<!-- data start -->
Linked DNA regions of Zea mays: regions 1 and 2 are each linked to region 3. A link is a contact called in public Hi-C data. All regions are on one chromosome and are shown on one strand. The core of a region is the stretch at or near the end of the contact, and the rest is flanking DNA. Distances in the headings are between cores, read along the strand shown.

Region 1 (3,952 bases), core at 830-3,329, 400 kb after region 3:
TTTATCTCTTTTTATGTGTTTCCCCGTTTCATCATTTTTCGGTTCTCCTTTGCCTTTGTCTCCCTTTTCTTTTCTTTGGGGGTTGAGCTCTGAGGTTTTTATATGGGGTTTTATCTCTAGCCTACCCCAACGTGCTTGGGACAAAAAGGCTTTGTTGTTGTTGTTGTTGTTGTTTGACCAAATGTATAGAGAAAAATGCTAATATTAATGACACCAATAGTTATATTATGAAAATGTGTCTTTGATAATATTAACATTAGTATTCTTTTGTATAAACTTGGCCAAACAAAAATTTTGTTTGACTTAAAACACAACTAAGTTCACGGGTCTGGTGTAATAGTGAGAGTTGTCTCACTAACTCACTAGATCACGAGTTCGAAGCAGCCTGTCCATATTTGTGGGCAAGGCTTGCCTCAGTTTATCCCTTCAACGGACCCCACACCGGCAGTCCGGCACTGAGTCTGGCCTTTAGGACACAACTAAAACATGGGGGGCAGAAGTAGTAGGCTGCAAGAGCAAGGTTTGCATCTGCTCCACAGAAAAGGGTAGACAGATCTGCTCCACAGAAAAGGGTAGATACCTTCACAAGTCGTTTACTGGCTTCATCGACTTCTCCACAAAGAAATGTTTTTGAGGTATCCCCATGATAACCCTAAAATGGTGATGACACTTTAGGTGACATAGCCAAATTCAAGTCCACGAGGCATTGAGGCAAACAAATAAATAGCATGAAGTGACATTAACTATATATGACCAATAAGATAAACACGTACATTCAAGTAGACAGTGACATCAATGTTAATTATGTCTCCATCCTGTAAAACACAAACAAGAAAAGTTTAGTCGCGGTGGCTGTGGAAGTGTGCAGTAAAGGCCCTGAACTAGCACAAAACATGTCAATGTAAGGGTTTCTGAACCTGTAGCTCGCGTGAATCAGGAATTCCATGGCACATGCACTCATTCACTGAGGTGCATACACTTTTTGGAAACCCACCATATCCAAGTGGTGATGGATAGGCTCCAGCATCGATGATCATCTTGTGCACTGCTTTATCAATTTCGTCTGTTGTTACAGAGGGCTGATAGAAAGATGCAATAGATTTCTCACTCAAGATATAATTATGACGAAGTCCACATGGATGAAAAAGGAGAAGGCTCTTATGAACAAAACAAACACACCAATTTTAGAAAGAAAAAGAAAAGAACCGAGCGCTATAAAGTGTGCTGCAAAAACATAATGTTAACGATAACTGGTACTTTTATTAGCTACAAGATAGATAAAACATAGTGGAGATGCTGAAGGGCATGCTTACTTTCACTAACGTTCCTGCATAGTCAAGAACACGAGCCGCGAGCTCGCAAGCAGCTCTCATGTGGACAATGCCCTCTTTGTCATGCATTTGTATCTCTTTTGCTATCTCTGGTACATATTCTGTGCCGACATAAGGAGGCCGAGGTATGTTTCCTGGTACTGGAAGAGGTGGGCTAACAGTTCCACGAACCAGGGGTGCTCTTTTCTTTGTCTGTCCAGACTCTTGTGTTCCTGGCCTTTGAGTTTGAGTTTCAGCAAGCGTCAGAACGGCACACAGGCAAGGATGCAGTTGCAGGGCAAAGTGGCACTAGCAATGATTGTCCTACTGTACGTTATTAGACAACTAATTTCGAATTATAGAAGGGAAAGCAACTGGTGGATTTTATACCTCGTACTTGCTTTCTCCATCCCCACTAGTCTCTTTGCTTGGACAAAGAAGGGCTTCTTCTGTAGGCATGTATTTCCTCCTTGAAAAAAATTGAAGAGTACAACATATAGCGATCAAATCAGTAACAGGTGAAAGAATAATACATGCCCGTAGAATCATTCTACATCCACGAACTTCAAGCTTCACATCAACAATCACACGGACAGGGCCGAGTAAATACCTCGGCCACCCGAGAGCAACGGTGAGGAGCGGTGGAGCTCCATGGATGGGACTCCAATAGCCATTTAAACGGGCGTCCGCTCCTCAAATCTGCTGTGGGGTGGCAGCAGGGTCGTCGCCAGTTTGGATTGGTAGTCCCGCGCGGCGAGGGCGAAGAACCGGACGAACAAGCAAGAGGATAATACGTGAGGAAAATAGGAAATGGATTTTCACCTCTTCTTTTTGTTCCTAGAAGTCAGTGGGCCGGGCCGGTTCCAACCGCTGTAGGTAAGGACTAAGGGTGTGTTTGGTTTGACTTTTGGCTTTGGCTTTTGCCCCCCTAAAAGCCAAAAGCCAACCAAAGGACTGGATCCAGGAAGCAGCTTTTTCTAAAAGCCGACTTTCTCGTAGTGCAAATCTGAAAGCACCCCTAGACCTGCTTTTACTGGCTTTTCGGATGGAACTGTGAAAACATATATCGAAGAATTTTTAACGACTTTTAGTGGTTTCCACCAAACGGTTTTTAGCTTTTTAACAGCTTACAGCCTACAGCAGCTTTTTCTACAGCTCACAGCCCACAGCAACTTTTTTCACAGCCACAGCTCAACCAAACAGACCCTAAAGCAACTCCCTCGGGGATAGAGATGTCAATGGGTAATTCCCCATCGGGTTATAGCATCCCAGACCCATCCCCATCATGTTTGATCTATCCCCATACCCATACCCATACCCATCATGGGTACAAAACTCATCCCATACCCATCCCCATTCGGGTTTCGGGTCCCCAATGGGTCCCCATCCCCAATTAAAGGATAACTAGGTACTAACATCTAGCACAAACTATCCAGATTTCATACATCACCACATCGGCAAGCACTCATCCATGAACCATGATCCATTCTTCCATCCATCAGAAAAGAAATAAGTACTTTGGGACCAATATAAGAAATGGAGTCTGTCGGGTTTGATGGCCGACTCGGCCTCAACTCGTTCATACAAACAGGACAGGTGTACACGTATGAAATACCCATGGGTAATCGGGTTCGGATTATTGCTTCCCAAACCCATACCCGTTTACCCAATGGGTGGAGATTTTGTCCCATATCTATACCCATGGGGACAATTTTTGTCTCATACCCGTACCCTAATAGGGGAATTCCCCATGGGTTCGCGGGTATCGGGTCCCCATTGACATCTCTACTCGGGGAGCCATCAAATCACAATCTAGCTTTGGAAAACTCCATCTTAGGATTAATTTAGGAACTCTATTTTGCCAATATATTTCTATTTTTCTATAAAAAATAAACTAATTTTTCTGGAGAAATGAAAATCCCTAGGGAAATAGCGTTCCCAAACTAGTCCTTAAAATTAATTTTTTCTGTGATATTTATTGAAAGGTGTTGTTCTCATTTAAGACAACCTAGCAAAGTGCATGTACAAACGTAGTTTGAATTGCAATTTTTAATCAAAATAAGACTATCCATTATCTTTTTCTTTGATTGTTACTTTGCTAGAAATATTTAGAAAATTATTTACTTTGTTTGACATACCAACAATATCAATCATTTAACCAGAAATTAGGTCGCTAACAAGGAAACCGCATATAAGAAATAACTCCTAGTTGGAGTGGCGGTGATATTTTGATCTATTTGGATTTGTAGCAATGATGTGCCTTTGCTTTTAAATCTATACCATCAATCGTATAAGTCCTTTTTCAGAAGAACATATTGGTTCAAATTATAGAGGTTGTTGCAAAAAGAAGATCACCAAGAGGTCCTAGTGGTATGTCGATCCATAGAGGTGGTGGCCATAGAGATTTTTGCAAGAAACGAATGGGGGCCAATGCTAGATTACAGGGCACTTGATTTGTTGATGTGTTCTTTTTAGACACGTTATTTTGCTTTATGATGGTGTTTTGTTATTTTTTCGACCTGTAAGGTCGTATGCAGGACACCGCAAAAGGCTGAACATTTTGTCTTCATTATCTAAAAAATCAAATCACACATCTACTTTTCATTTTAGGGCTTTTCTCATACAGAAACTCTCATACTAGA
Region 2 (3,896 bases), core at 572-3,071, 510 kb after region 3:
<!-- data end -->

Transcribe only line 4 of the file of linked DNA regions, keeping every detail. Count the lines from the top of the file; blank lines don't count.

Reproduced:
Region 2 (3,896 bases), core at 572-3,071, 510 kb after region 3: